Board OKs more money to demo house

This house at 146 Walnut St. in Naugatuck will be torn down soon. The borough of Naugatuck has discussed tearing it down for several years because they say it is a safety hazard. –REPUBLICAN-AMERICAN
This house at 146 Walnut St. in Naugatuck will be torn down soon. The borough of Naugatuck has discussed tearing it down for several years because officials say it is a safety hazard. –REPUBLICAN-AMERICAN

NAUGATUCK — The cost to demolish a dilapidated house on Walnut Street has gone up slightly.

Public Works Director James Stewart informed the Board of Mayor and Burgesses last week that the demolition of the home at 146 Walnut St. will cost $2,000 more.

Bridgeport-based Connecticut Dismantling was awarded the contract to demolish the home for $34,800 on Jan. 25.

Stewart said the additional $2,000 is to cover an increase in the cost of removing hazardous materials. Stewart said Connecticut Dismantling contacted him after reviewing the contract to notify him of the increase.

Stewart said the cost to dispose of asbestos has gone up by $10 a ton and the company is expecting to have to dispose of 200 tons, bringing the total price up to $36,800.

Stewart said, as of Tuesday, the company had not signed the contract so the board could either vote to pay the extra $2,000 or send the project back out to bid. He pointed out the next lowest bid the borough received was $49,000.

Burgess Robert Neth said the board should move forward with the bid it already has rather than trying its luck with getting new bids.

“I would accept the $2,000 more because we understand it is an asbestos issue. $2,000 is nothing compared to what else is going to happen. If we rebid it I think it is going to be much higher,” Burgess Robert Neth said.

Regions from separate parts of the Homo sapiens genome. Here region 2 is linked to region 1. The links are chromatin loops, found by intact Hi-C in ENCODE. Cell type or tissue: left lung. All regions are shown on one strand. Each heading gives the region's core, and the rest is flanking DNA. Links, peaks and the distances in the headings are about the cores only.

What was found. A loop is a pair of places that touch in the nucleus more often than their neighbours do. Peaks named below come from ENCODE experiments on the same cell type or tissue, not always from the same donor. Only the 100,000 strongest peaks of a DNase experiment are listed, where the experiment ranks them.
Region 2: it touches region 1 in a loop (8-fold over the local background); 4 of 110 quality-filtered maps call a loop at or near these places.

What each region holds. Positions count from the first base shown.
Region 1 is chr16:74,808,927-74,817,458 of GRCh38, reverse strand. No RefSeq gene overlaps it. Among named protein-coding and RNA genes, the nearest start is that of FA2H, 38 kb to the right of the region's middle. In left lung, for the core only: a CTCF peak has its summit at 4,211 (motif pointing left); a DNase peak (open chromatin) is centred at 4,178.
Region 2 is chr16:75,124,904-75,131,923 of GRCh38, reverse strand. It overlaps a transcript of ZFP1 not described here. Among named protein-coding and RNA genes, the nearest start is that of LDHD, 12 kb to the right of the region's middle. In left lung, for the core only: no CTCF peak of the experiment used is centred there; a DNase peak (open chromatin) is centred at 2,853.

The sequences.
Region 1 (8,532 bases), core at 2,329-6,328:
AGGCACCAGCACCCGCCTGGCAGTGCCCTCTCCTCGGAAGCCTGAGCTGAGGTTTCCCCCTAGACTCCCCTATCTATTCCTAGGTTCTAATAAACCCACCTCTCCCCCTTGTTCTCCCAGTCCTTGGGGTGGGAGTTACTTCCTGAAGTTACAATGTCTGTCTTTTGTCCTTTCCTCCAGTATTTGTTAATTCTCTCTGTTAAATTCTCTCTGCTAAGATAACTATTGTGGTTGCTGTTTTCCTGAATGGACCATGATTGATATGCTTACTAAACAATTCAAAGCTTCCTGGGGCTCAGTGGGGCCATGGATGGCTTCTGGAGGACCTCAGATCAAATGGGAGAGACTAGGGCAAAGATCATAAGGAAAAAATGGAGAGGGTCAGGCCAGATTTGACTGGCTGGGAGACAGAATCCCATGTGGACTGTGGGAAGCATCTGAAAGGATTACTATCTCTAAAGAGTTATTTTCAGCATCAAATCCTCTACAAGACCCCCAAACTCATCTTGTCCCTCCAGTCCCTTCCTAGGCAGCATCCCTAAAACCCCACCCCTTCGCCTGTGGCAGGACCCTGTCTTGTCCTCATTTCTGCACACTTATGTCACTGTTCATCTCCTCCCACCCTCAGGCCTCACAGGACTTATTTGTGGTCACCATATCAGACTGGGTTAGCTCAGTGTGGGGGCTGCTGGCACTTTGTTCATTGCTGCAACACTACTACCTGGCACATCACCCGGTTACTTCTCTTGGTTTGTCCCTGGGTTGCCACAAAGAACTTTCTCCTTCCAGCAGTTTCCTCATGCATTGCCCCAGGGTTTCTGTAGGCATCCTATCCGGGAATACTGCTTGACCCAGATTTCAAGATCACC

The additional money will come from the borough’s contingency account in the budget.
This is not the first time the borough has had to increase its funding to demolish that house.

The board originally awarded the demolition contract to Ocean Trace Demolition of Watertown last June. At the time the company’s bid was $19,440.

However, by January, the company hadn’t done any work and officials couldn’t get a hold of company representatives. The bid was eventually awarded to the next lowest bidder, Connecticut Dismantling.

A start date for the demolition of the house hadn’t been scheduled as of press time.
Mayor Robert Mezzo said tearing down the house is not something the borough is choosing to do; it is something it has to do.

Building Inspector William Herzman has deemed the house, which is owned by former burgess and tax collector Lois Ackerman, uninhabitable because it is a health and fire hazard. He ordered it torn down in 2007.

As the borough moves forward with razing the house on Walnut Street, demolition of the building at 1 South Main St. is expected to begin Friday, Stewart said.

The building, which is located on the corner of South Main Street and Maple Street, was purchased by One South Main Street, LLC, in 2011. The current owners of the property are Rich Hertel, who own Rich’s Car Works on the adjacent lot and Charles Wasoka, who owns American Vintage Furniture, located across the street from the property.

The borough has planned to tear down the building for over two years and has agreed to a deal with Hertel and Wasoka to do so.

As part of the deal, the borough will pay the Weise Construction of Norwich $42,900 to demolish the building. Once the building is demolished, the borough will receive a portion of the property the building sits on to use as a staging area for upcoming work on the Whittemore Bridge and ultimately to continue the Naugatuck River greenway.